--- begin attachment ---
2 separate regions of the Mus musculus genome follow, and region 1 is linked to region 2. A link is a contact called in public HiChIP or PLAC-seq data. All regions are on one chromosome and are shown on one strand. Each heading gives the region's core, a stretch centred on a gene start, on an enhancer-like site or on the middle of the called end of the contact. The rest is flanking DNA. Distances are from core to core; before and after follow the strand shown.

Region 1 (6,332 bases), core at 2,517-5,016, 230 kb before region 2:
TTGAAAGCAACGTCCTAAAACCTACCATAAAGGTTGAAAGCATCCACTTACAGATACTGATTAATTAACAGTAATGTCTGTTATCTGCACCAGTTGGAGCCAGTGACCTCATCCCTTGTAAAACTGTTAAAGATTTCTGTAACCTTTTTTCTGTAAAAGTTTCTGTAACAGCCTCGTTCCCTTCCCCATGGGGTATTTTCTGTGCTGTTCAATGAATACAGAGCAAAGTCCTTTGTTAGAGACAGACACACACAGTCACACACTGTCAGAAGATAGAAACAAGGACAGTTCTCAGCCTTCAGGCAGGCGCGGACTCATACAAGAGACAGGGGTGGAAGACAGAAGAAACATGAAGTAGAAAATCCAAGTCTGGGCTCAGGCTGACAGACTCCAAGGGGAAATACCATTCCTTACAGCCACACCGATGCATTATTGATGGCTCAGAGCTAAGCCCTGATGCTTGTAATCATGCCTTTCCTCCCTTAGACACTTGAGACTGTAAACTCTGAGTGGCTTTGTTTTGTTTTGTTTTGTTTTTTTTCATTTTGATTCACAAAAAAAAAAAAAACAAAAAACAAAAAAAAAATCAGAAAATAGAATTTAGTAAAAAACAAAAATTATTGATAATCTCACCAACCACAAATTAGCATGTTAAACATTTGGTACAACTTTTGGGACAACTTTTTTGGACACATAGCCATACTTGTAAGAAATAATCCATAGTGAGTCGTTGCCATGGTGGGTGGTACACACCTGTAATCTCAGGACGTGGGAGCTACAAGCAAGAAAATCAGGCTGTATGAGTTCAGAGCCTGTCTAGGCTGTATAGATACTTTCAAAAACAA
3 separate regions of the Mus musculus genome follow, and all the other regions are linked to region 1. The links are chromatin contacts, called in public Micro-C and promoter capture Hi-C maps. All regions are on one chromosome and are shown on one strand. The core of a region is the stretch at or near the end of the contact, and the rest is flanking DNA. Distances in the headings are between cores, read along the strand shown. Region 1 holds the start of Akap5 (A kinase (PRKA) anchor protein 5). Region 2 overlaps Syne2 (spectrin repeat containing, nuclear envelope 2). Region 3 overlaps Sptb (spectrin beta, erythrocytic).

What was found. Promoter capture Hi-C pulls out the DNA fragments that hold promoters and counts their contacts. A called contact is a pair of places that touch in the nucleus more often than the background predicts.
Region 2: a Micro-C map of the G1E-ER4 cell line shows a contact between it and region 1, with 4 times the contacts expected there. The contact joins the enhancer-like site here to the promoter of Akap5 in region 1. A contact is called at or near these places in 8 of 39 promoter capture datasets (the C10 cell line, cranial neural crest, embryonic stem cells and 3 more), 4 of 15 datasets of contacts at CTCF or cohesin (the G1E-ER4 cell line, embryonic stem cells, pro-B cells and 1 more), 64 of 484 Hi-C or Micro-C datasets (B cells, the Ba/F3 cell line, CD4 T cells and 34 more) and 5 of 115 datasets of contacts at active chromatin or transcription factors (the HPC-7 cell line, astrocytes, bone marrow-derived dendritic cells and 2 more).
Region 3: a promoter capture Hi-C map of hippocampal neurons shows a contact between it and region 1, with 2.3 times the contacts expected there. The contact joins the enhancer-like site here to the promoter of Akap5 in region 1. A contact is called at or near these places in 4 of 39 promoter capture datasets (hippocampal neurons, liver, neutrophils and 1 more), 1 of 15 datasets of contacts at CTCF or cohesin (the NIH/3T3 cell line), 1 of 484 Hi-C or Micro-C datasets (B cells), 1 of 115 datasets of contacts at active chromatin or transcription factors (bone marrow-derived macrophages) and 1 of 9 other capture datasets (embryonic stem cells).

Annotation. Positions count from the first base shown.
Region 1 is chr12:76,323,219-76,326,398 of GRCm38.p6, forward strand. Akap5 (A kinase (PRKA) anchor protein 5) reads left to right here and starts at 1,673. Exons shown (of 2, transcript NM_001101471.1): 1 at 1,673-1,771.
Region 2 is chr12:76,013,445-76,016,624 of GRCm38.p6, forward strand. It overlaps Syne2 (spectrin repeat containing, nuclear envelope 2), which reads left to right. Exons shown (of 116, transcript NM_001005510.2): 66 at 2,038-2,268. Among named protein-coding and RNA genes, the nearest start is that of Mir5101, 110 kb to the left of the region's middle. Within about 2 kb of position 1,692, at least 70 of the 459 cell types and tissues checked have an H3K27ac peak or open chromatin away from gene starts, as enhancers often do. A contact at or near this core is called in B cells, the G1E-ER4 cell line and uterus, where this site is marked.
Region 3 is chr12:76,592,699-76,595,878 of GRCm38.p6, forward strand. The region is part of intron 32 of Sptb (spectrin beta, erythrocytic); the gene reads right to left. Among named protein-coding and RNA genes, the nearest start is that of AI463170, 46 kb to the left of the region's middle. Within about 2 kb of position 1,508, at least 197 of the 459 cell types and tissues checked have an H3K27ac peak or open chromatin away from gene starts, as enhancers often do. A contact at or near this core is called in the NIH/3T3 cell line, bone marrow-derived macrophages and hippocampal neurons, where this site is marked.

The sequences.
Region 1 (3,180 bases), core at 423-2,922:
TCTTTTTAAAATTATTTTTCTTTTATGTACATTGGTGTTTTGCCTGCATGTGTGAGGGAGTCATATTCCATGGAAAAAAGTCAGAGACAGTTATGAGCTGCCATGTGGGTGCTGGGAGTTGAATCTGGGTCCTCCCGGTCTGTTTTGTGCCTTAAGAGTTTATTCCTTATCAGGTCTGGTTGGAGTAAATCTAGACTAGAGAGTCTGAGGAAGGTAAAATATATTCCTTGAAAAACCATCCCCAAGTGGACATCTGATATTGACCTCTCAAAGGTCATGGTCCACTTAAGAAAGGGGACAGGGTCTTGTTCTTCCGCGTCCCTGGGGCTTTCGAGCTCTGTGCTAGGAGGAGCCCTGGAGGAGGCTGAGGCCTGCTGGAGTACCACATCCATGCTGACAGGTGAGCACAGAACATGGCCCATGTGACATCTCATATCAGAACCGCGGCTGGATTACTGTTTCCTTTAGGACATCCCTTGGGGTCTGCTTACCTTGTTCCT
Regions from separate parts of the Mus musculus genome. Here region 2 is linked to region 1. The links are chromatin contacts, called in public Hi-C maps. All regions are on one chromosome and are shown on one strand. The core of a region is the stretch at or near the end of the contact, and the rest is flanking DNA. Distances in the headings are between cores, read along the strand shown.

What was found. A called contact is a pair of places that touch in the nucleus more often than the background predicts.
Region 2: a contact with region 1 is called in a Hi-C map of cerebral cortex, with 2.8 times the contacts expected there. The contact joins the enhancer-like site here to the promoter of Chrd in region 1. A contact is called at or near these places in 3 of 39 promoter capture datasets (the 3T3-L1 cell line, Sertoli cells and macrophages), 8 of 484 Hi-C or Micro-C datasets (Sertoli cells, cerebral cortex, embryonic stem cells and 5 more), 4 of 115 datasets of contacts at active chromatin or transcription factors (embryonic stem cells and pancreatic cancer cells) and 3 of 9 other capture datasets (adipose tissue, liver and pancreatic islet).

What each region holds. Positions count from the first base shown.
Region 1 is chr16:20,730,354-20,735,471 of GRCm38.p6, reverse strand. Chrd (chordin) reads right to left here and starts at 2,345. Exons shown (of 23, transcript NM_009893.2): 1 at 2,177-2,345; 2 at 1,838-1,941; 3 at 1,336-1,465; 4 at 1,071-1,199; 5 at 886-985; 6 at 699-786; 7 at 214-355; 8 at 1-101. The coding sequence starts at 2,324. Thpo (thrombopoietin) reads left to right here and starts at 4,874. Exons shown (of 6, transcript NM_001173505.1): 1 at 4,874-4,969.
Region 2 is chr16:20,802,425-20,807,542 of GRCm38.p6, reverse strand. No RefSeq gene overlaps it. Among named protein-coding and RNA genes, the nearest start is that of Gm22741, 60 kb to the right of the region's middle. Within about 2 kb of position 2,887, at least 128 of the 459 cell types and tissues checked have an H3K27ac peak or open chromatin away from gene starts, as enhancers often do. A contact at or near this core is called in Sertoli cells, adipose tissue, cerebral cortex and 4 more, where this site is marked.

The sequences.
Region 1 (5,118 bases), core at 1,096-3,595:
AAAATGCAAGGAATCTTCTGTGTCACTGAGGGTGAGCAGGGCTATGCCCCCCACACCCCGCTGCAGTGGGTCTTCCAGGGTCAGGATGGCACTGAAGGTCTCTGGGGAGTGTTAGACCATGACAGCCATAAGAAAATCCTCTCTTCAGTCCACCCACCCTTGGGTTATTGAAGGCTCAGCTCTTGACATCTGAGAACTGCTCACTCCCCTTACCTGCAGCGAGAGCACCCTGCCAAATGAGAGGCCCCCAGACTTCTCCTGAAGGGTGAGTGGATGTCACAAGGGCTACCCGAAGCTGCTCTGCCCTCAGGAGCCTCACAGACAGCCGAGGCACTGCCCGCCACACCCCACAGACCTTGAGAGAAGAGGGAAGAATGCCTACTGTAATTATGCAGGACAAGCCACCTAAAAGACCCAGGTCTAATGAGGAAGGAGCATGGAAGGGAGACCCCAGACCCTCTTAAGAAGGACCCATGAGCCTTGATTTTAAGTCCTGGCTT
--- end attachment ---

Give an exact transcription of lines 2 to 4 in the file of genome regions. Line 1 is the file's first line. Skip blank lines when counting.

Region 1 (6,332 bases), core at 2,517-5,016, 230 kb before region 2:
TTGAAAGCAACGTCCTAAAACCTACCATAAAGGTTGAAAGCATCCACTTACAGATACTGATTAATTAACAGTAATGTCTGTTATCTGCACCAGTTGGAGCCAGTGACCTCATCCCTTGTAAAACTGTTAAAGATTTCTGTAACCTTTTTTCTGTAAAAGTTTCTGTAACAGCCTCGTTCCCTTCCCCATGGGGTATTTTCTGTGCTGTTCAATGAATACAGAGCAAAGTCCTTTGTTAGAGACAGACACACACAGTCACACACTGTCAGAAGATAGAAACAAGGACAGTTCTCAGCCTTCAGGCAGGCGCGGACTCATACAAGAGACAGGGGTGGAAGACAGAAGAAACATGAAGTAGAAAATCCAAGTCTGGGCTCAGGCTGACAGACTCCAAGGGGAAATACCATTCCTTACAGCCACACCGATGCATTATTGATGGCTCAGAGCTAAGCCCTGATGCTTGTAATCATGCCTTTCCTCCCTTAGACACTTGAGACTGTAAACTCTGAGTGGCTTTGTTTTGTTTTGTTTTGTTTTTTTTCATTTTGATTCACAAAAAAAAAAAAAACAAAAAACAAAAAAAAAATCAGAAAATAGAATTTAGTAAAAAACAAAAATTATTGATAATCTCACCAACCACAAATTAGCATGTTAAACATTTGGTACAACTTTTGGGACAACTTTTTTGGACACATAGCCATACTTGTAAGAAATAATCCATAGTGAGTCGTTGCCATGGTGGGTGGTACACACCTGTAATCTCAGGACGTGGGAGCTACAAGCAAGAAAATCAGGCTGTATGAGTTCAGAGCCTGTCTAGGCTGTATAGATACTTTCAAAAACAA
3 separate regions of the Mus musculus genome follow, and all the other regions are linked to region 1. The links are chromatin contacts, called in public Micro-C and promoter capture Hi-C maps. All regions are on one chromosome and are shown on one strand. The core of a region is the stretch at or near the end of the contact, and the rest is flanking DNA. Distances in the headings are between cores, read along the strand shown. Region 1 holds the start of Akap5 (A kinase (PRKA) anchor protein 5). Region 2 overlaps Syne2 (spectrin repeat containing, nuclear envelope 2). Region 3 overlaps Sptb (spectrin beta, erythrocytic).